Dear Feminists, Will You Also Be Marching In N***erwalk? Because I Won't.

You can't "reclaim" a word defined by a predominant group in power unless you are a part of that group. Just ask all of those people on a mission to "reclaim" the N-word for black Americans or the F-word for gay Americans.
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The only thing more irritating than people doing absolutely nothing to make the world a better place are those actively trying to make it worse, but coming in a strong third? Those whose well-meaning efforts to make the world better are so misguided that they make things worse by default.

I was reminded of this when I happened upon the SlutWalk protests taking place in New York this past weekend... with my mother. (If you're looking for something super memorable to do with your mom in the Big Apple, Broadway shows have got nothing on watching a bunch of adults parading around in their underwear in broad daylight in the name of allegedly making a serious political statement.)

Now before the SlutWalk army gets their undergarments in a twist and adds me to their enemies list, let me state for the record that we are on the same side when it comes to the issues. But when it comes to execution in addressing said issues? Not so much.

For those who don't know SlutWalk (yes that's the actual name) originated in Toronto when a group of students organized a protest in response to a police constable's comments that "women should avoid dressing like sluts in order not to be victimized."

Months later, the first so-called SlutWalk was held.

As I noted on MSNBC's The Dylan Ratigan Show, like every person with a brain and any person with a heart, I find that constable's comments appalling. Just as I found the acquittal (on the most serious charges) of the so-called NYC "rape-cops" appalling. But we've all heard the saying, "Two wrongs don't make a right." Well two stupids don't make a smart, something SlutWalk is a powerful reminder of.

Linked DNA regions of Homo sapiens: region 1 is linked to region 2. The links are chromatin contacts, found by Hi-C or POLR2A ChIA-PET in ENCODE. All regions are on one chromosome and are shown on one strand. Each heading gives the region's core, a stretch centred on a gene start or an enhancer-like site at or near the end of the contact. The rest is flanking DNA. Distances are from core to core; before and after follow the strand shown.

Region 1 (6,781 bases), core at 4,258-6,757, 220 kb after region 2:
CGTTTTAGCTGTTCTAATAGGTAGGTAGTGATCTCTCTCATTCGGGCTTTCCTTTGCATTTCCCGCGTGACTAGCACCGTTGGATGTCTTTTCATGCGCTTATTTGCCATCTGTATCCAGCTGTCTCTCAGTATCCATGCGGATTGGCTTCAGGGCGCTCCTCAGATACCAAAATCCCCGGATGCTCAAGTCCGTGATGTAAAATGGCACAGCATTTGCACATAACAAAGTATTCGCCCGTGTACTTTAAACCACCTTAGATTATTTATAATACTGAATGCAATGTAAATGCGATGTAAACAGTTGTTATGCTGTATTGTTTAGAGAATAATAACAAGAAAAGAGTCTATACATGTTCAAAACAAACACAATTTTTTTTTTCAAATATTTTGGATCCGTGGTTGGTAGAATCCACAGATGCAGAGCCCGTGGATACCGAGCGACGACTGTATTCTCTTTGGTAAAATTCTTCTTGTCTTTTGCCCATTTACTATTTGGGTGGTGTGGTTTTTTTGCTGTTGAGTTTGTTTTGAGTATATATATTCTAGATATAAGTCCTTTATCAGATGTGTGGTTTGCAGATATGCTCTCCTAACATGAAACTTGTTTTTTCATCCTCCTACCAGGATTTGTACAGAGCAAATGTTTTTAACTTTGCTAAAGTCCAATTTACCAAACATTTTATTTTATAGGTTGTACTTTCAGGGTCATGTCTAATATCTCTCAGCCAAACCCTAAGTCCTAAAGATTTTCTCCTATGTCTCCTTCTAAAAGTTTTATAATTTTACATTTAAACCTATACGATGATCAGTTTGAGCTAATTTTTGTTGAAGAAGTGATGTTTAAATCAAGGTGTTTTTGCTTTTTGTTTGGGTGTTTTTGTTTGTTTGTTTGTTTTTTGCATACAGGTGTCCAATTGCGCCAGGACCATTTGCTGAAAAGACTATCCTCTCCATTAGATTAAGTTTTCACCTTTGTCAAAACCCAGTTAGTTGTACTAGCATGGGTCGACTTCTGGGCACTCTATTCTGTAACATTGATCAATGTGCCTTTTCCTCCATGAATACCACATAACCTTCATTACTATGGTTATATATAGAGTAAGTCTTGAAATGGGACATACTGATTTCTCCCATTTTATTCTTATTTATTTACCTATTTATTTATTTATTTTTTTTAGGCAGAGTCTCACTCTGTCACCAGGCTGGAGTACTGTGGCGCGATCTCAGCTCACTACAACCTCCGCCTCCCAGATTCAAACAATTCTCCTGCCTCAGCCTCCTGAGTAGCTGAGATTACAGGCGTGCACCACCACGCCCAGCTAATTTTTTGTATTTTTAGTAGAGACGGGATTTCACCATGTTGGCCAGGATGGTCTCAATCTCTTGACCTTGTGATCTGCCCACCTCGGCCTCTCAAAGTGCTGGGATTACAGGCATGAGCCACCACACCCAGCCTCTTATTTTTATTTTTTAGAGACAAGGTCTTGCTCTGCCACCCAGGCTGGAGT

According to CBC News in Canada, the event's website at the time read, "Toronto Police have perpetuated the myth and stereotype of the slut, and in doing so have failed us... Barnett [the organizer of the event] said she wants to use the walk to reclaim the word and also demand that victim-shaming change."

That's certainly a worthy goal. But here's a newsflash for Barnett and the organizers of the other SlutWalk protests which have begun to spread throughout the world: you can't "reclaim" a word defined by a predominant group in power unless you are a part of that group. Just ask all of those people on a mission to "reclaim" the N-word for black Americans or the F-word for gay Americans. (How's that working out by the way? Perhaps we should ask critics of Rick Perry.) As long as heterosexual white males in power (or anyone else) can use a particular word as a pejorative to denigrate a particular group -- and you acknowledge that them doing so will offend you as a member of that group -- then you using it is not "reclaiming" it but simply perpetuating it.